Racing the Brutal Triathlon

Race Tips: Brutal Extreme Triathlons

Doing the Brutal this weekend? Two veterans of the tough ultra-long race share their wisdom for this epic race in Snowdonia

One of the UK triathlon season's toughest races is taking place this weekend – the Brutal, covering half, full and double-iron distances.

We ask last year's winners, Bonnie van Wilgenburg and Chris Hornung, for their advice...

Bonnie's tips


Take your time, at various points and for various reasons. This is not a typical long distance triathlon. It is a ‘brutal’ one, in a beautiful location, so take your time to enjoy the race and the scenery. I personally think that the more I enjoy an event and the surroundings, the better I perform.


Take your time to take care of yourself.  You’re going to be out for longer compared to the average long-distance triathlon. Keep warm during the swim, bike and run. Take your time in transition to change into and/or carry the right kit. 

The water may be cold in Llanberis. I myself wasn’t cold because I wore an extra thick hat, two layers of gloves and thick booties. I know there were quite a few people who got too cold during the swim, which will likely affect your performance for the rest of the race. You may want to think of tactics for keeping warm, not only wearing more layers, but also maybe adjusting your swim technique/tactics. I believe the organisers provide hot drinks for you to consume between your swim laps.

Luckily there is a short run to transition, so you can warm up if you do get cold. You are recommended to keep some trainers by the water. I chose not to as I was wearing my booties anyway. Obviously only do this if you are happy running in your booties.


Adapt to the weather. The weather was beautiful and sunny in Llanberis, but dark and rainy on the other side of the mountain during the bike ride. I found it frustrating at the time to have to stop so frequently, but I was happy I chose to take on/off my rain jacket twice during each lap. In the grand scheme of things it doesn’t take a lot of time.


Eat regularly and eat well. Although it may not be wise to change your nutrition strategy too drastically, make sure you do have a food plan and consider including ‘proper’ food. I had a flexible plan and extra food in transition. You may find you have an unexpected low (especially on a hard course like this) and pasta or a nice sandwich can save your day. Do take your time to make sure you eat and drink enough. It may be tempting to race past the feed station, but you may suffer later on if you forget to eat/drink.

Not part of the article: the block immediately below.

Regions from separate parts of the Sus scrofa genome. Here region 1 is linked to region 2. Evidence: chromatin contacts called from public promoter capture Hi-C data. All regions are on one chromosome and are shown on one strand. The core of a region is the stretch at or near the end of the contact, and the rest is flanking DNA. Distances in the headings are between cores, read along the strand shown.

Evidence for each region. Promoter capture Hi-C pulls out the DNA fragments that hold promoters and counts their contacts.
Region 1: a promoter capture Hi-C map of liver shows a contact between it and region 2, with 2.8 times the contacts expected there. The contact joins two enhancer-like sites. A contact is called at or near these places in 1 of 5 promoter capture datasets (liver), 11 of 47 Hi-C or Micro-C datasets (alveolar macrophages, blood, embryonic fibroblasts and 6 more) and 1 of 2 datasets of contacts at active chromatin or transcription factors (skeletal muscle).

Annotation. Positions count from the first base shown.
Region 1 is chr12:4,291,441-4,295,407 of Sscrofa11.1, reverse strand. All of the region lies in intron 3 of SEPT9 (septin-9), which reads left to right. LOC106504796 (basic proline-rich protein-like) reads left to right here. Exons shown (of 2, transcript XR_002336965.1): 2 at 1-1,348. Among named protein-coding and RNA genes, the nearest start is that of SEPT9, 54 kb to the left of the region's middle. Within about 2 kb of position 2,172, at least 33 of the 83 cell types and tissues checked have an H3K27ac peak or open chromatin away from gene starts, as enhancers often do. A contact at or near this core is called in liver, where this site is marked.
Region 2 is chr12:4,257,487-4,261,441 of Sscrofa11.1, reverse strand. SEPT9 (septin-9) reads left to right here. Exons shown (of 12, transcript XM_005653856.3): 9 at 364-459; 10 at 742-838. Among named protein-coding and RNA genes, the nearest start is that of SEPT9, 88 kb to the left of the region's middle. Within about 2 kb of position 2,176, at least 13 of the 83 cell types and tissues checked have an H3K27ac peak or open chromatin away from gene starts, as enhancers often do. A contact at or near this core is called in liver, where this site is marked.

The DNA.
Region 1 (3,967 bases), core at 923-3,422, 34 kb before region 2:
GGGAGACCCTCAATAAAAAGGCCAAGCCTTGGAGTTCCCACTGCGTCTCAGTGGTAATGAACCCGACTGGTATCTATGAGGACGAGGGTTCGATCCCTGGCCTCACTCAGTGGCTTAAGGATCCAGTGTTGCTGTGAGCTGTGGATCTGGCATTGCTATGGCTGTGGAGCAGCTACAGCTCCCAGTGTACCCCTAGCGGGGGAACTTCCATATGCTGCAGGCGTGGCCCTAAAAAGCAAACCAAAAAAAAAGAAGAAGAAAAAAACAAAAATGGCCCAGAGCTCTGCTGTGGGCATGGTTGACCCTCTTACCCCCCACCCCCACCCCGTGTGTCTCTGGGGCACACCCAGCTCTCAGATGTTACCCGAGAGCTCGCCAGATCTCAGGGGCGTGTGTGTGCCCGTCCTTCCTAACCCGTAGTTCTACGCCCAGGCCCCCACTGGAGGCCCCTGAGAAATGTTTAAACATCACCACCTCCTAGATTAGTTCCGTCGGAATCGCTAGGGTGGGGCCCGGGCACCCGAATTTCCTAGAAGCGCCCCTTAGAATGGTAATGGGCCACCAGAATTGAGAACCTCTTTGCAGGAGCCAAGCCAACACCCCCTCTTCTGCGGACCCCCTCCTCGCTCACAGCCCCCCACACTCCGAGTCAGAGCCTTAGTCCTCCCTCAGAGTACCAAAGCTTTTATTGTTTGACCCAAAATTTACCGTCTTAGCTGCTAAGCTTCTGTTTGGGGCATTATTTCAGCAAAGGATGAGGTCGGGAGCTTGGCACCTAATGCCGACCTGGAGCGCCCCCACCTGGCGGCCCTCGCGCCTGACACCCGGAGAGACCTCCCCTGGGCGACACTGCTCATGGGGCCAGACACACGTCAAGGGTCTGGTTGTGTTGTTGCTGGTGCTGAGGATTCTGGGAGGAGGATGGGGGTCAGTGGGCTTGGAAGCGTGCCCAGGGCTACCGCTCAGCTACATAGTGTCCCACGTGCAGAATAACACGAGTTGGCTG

Enjoy yourself. Enjoy the crowd during the run and find yourself a nice running partner. As you’re doing laps around the lake for the first part of the run, you get to pass transition various times. I found I got quite a lot of energy from seeing all the people following the race. Also, for safety reasons, you have to have a support runner on the mountain leg. Running with a nice, fresh, jolly person can really lift your spirits and performance. 

Chris Hornung's tips

Athletes enter the water for the Brutal


It's a cold swim. Despite the good weather at the moment the lake swim will be cold. For those doing the full (and double) I'd consider wearing a neoprene hat under the race cap.  Additionally, make sure you warm up fully to help prepare you for the cold.


Take your time in transition. The Brutal is a long race, winning times are usually between 12:45 and 13:00 hours, so an extra minute or two in transition isn't going to impact your race. I was very cold after the swim so put on some extra clothing to make sure I warmed up on the bike.


The weather can be very different on either side of Snowdon. It might be sunny in Llanberis, but this doesn't mean it will be sunny on the other side of Snowdon. Again, think about what you're going to wear on the bike. I had a thin sleeveless layer for the bike on top of my usual race gear and this made a big difference


Don't be fooled by the lake leg of the run course. The first three laps of the run might be round the lake, but the second half of the lap is hilly. Take this into account when pacing the first half of the run.


Break the run into two. Picking up your support running is a huge mental plus, so make sure you use it. For me the run was about getting to this point, I then looked to work as hard as I could on the way up Snowdon, but using my support running (in the nicest possible way) to help me mentally through this section of the race. Then remember to enjoy the run back down!

Are you racing the Brutal this weekend? Looking forward to it? Let us know in the comments below!


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